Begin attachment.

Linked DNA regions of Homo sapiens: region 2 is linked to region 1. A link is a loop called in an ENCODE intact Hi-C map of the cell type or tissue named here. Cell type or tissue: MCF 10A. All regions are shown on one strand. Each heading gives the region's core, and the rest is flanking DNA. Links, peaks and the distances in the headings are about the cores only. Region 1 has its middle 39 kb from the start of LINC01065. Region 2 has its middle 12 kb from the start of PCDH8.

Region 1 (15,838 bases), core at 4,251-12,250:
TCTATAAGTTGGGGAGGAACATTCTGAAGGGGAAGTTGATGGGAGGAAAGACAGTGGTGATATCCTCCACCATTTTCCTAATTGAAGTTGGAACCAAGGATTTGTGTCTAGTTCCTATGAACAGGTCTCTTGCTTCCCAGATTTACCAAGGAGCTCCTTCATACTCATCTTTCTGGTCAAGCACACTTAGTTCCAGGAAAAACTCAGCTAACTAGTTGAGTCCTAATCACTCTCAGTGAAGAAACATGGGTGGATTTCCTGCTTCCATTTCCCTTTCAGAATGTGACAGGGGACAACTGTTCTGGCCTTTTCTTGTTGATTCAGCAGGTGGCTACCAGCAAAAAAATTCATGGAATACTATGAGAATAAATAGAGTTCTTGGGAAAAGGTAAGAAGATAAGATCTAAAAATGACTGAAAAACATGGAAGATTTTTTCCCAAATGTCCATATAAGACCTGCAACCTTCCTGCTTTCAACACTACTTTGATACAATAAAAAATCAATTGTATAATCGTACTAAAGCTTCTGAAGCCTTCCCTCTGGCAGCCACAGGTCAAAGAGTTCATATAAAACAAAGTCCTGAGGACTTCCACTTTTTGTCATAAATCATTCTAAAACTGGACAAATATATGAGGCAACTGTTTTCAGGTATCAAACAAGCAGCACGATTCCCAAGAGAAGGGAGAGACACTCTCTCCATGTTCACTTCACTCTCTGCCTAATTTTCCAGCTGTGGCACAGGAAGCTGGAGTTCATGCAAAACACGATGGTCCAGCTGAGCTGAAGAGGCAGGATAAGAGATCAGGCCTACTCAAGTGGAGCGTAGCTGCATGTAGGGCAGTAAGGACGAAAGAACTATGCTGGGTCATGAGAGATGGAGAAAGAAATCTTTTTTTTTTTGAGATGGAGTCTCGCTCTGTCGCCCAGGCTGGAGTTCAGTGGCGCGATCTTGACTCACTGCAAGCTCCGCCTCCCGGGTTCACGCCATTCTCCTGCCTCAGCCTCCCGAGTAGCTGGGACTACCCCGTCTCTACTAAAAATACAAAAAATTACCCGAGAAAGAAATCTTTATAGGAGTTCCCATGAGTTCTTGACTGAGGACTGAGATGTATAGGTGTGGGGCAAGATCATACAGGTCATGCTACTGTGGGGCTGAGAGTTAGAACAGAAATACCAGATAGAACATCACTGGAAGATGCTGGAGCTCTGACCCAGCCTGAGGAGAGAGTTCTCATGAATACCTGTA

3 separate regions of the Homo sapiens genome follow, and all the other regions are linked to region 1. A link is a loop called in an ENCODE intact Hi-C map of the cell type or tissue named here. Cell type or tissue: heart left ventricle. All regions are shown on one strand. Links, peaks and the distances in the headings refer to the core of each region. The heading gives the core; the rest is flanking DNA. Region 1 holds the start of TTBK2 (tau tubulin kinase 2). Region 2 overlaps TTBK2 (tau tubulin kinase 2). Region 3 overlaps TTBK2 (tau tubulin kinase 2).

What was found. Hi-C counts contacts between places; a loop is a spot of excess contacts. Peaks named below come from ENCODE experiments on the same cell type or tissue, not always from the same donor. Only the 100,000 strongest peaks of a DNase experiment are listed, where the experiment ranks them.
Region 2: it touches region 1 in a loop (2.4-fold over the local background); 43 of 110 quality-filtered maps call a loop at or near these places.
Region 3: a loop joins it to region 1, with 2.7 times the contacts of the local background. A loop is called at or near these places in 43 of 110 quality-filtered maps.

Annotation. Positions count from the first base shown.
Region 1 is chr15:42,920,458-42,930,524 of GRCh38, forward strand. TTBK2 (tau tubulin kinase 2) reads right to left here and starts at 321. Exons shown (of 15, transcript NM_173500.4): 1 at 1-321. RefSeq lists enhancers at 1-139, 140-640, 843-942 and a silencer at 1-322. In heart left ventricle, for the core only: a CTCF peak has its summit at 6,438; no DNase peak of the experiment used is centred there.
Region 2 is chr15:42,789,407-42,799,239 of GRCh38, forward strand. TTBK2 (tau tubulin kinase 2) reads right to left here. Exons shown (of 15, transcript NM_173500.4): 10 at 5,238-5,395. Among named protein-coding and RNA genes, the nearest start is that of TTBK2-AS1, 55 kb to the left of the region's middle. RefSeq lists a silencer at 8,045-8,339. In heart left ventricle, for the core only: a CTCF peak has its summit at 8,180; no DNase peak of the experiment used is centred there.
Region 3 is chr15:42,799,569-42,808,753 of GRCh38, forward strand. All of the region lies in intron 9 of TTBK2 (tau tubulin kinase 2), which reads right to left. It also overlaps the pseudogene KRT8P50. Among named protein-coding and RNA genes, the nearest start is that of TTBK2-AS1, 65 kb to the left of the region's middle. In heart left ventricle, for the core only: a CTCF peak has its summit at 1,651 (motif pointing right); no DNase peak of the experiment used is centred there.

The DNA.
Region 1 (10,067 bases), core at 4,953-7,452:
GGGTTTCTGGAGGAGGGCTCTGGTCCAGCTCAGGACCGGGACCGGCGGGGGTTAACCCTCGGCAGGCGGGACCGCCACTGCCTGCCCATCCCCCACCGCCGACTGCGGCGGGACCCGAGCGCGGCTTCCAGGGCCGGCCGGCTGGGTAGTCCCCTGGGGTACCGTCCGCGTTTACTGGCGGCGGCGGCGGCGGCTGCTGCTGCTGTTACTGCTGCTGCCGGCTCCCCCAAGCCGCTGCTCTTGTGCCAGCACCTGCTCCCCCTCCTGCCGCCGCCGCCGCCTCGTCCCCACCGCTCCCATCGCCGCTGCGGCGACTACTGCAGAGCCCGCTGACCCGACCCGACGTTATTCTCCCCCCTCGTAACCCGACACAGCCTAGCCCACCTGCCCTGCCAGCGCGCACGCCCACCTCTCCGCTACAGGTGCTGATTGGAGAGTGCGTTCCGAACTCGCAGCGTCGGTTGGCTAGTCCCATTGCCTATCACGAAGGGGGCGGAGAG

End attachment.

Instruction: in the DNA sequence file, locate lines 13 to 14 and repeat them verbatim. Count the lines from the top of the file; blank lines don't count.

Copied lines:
Region 1 (10,067 bases), core at 4,953-7,452:
GGGTTTCTGGAGGAGGGCTCTGGTCCAGCTCAGGACCGGGACCGGCGGGGGTTAACCCTCGGCAGGCGGGACCGCCACTGCCTGCCCATCCCCCACCGCCGACTGCGGCGGGACCCGAGCGCGGCTTCCAGGGCCGGCCGGCTGGGTAGTCCCCTGGGGTACCGTCCGCGTTTACTGGCGGCGGCGGCGGCGGCTGCTGCTGCTGTTACTGCTGCTGCCGGCTCCCCCAAGCCGCTGCTCTTGTGCCAGCACCTGCTCCCCCTCCTGCCGCCGCCGCCGCCTCGTCCCCACCGCTCCCATCGCCGCTGCGGCGACTACTGCAGAGCCCGCTGACCCGACCCGACGTTATTCTCCCCCCTCGTAACCCGACACAGCCTAGCCCACCTGCCCTGCCAGCGCGCACGCCCACCTCTCCGCTACAGGTGCTGATTGGAGAGTGCGTTCCGAACTCGCAGCGTCGGTTGGCTAGTCCCATTGCCTATCACGAAGGGGGCGGAGAG